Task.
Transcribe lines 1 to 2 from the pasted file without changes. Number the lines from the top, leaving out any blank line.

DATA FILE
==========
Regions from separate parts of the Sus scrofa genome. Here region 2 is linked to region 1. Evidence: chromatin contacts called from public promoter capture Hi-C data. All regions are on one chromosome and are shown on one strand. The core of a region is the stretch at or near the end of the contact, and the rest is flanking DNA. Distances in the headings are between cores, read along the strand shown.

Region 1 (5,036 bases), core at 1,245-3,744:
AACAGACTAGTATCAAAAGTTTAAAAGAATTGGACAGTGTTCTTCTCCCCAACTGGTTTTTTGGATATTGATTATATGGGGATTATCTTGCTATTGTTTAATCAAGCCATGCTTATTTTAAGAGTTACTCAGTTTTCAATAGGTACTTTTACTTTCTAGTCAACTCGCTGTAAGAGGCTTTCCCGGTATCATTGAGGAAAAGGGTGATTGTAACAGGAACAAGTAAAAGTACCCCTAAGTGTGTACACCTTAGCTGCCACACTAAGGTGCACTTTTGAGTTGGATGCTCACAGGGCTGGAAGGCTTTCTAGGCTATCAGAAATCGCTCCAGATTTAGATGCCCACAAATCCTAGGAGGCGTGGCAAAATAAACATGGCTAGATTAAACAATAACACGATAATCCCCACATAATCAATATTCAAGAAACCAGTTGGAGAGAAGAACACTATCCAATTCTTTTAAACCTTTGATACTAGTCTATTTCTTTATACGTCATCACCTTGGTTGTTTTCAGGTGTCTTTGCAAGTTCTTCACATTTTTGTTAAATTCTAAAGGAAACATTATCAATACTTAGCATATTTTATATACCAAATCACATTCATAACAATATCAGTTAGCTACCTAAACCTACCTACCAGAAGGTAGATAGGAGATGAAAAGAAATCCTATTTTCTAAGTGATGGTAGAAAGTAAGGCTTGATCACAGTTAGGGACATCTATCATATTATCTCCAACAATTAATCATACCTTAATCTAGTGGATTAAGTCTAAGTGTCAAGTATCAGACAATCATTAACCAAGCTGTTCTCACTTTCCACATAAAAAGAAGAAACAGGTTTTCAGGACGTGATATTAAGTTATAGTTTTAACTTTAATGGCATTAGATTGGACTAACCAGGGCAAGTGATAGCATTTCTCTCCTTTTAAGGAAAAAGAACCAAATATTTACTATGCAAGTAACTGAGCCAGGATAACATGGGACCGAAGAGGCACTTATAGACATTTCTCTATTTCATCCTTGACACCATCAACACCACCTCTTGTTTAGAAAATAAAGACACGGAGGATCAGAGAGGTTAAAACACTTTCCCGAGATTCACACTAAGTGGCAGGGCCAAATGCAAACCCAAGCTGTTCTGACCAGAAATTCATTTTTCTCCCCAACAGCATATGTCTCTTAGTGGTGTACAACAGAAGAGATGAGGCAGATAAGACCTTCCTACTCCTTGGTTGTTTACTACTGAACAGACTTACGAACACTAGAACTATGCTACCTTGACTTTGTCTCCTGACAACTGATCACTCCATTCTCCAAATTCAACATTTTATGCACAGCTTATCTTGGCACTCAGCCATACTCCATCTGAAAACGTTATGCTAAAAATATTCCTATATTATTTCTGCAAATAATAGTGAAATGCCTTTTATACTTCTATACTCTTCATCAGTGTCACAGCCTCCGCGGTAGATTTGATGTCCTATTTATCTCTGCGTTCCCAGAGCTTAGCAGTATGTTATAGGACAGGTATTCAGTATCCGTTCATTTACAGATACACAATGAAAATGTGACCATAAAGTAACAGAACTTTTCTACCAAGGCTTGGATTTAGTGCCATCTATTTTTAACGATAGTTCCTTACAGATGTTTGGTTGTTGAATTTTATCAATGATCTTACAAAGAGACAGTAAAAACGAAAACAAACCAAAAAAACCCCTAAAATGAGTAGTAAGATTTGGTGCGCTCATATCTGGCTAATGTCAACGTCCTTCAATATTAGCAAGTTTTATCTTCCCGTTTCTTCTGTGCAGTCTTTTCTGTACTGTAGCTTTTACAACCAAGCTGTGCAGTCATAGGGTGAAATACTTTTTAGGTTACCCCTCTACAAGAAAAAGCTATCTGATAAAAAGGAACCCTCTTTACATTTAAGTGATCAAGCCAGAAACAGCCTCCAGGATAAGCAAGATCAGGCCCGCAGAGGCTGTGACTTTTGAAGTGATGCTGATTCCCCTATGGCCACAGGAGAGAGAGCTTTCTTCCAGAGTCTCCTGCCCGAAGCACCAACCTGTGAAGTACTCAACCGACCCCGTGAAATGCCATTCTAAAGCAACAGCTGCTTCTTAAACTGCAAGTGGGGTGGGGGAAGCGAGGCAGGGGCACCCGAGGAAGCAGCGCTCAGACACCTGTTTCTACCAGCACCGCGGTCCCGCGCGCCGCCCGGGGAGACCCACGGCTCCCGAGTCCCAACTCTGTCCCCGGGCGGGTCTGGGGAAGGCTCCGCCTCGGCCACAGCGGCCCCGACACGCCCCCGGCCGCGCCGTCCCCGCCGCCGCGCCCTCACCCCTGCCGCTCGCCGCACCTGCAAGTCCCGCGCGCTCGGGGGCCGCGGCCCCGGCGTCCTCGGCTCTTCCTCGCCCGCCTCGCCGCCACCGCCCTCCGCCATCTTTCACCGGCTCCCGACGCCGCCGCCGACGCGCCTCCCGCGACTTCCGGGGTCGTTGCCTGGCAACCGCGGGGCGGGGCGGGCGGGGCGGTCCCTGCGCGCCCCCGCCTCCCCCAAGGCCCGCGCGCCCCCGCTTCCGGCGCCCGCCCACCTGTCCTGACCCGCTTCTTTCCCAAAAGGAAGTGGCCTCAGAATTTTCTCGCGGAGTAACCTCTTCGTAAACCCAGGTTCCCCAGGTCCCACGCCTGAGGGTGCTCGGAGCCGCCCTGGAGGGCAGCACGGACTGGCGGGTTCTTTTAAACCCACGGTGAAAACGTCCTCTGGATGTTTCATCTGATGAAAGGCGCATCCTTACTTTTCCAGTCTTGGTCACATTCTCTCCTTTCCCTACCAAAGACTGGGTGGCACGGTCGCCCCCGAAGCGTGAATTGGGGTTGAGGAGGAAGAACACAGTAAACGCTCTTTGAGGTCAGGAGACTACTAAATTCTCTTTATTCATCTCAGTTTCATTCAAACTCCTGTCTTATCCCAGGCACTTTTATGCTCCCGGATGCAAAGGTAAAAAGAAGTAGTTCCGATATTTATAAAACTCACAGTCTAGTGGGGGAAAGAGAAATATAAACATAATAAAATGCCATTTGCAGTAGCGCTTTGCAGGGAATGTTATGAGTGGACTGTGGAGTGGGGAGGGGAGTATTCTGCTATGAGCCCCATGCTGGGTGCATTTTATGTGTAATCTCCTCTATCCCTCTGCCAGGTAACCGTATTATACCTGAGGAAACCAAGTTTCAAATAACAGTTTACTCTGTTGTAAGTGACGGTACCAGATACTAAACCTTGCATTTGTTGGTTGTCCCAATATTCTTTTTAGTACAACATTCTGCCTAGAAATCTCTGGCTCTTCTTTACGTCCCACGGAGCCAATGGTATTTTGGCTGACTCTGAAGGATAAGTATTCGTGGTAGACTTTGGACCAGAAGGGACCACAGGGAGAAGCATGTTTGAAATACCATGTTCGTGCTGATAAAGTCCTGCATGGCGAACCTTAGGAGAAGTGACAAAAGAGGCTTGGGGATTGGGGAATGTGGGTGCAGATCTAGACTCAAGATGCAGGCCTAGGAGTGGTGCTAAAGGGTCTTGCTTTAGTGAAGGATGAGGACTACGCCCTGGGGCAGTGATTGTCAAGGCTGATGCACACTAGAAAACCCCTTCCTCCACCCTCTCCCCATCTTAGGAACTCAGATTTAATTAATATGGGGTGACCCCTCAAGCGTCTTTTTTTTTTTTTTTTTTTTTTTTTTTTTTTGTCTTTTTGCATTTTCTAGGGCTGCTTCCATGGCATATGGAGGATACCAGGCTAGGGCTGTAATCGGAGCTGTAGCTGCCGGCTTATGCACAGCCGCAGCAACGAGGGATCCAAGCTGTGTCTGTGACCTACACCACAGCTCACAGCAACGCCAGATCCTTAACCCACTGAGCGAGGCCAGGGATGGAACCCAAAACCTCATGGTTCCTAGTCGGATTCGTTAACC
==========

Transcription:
Regions from separate parts of the Sus scrofa genome. Here region 2 is linked to region 1. Evidence: chromatin contacts called from public promoter capture Hi-C data. All regions are on one chromosome and are shown on one strand. The core of a region is the stretch at or near the end of the contact, and the rest is flanking DNA. Distances in the headings are between cores, read along the strand shown.

Region 1 (5,036 bases), core at 1,245-3,744: